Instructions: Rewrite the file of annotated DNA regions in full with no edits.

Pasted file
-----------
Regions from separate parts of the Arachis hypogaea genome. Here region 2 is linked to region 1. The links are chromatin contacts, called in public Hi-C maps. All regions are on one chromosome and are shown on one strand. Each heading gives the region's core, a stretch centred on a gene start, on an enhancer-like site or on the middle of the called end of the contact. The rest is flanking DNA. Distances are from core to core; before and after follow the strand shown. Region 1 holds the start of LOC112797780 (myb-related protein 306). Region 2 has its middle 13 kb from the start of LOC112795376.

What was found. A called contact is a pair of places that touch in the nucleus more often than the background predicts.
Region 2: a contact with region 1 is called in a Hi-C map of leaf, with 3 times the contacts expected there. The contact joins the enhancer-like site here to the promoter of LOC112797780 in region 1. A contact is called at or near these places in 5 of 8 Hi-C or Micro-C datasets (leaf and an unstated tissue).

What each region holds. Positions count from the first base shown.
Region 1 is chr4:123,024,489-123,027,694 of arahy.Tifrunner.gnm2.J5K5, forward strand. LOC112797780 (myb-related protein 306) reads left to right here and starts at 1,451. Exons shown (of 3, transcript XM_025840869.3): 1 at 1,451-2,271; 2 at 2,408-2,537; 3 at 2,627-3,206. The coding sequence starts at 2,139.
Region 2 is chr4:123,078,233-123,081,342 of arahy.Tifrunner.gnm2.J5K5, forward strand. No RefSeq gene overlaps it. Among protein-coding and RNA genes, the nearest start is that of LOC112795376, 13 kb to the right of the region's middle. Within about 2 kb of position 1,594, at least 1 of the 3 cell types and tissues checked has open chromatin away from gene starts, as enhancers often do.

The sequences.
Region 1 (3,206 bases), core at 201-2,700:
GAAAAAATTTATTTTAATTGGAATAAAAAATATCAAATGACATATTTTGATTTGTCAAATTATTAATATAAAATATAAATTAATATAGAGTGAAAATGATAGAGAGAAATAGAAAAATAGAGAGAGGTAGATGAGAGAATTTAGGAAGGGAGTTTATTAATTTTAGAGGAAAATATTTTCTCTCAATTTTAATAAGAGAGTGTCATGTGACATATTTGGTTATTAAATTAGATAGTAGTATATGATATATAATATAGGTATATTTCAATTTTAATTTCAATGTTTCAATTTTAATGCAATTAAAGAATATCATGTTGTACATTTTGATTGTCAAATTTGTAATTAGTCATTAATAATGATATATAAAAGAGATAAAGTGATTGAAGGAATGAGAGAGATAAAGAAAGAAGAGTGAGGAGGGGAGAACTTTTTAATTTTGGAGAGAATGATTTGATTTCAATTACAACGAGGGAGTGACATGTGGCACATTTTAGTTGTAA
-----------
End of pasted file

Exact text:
Regions from separate parts of the Arachis hypogaea genome. Here region 2 is linked to region 1. The links are chromatin contacts, called in public Hi-C maps. All regions are on one chromosome and are shown on one strand. Each heading gives the region's core, a stretch centred on a gene start, on an enhancer-like site or on the middle of the called end of the contact. The rest is flanking DNA. Distances are from core to core; before and after follow the strand shown. Region 1 holds the start of LOC112797780 (myb-related protein 306). Region 2 has its middle 13 kb from the start of LOC112795376.

What was found. A called contact is a pair of places that touch in the nucleus more often than the background predicts.
Region 2: a contact with region 1 is called in a Hi-C map of leaf, with 3 times the contacts expected there. The contact joins the enhancer-like site here to the promoter of LOC112797780 in region 1. A contact is called at or near these places in 5 of 8 Hi-C or Micro-C datasets (leaf and an unstated tissue).

What each region holds. Positions count from the first base shown.
Region 1 is chr4:123,024,489-123,027,694 of arahy.Tifrunner.gnm2.J5K5, forward strand. LOC112797780 (myb-related protein 306) reads left to right here and starts at 1,451. Exons shown (of 3, transcript XM_025840869.3): 1 at 1,451-2,271; 2 at 2,408-2,537; 3 at 2,627-3,206. The coding sequence starts at 2,139.
Region 2 is chr4:123,078,233-123,081,342 of arahy.Tifrunner.gnm2.J5K5, forward strand. No RefSeq gene overlaps it. Among protein-coding and RNA genes, the nearest start is that of LOC112795376, 13 kb to the right of the region's middle. Within about 2 kb of position 1,594, at least 1 of the 3 cell types and tissues checked has open chromatin away from gene starts, as enhancers often do.

The sequences.
Region 1 (3,206 bases), core at 201-2,700:
GAAAAAATTTATTTTAATTGGAATAAAAAATATCAAATGACATATTTTGATTTGTCAAATTATTAATATAAAATATAAATTAATATAGAGTGAAAATGATAGAGAGAAATAGAAAAATAGAGAGAGGTAGATGAGAGAATTTAGGAAGGGAGTTTATTAATTTTAGAGGAAAATATTTTCTCTCAATTTTAATAAGAGAGTGTCATGTGACATATTTGGTTATTAAATTAGATAGTAGTATATGATATATAATATAGGTATATTTCAATTTTAATTTCAATGTTTCAATTTTAATGCAATTAAAGAATATCATGTTGTACATTTTGATTGTCAAATTTGTAATTAGTCATTAATAATGATATATAAAAGAGATAAAGTGATTGAAGGAATGAGAGAGATAAAGAAAGAAGAGTGAGGAGGGGAGAACTTTTTAATTTTGGAGAGAATGATTTGATTTCAATTACAACGAGGGAGTGACATGTGGCACATTTTAGTTGTAA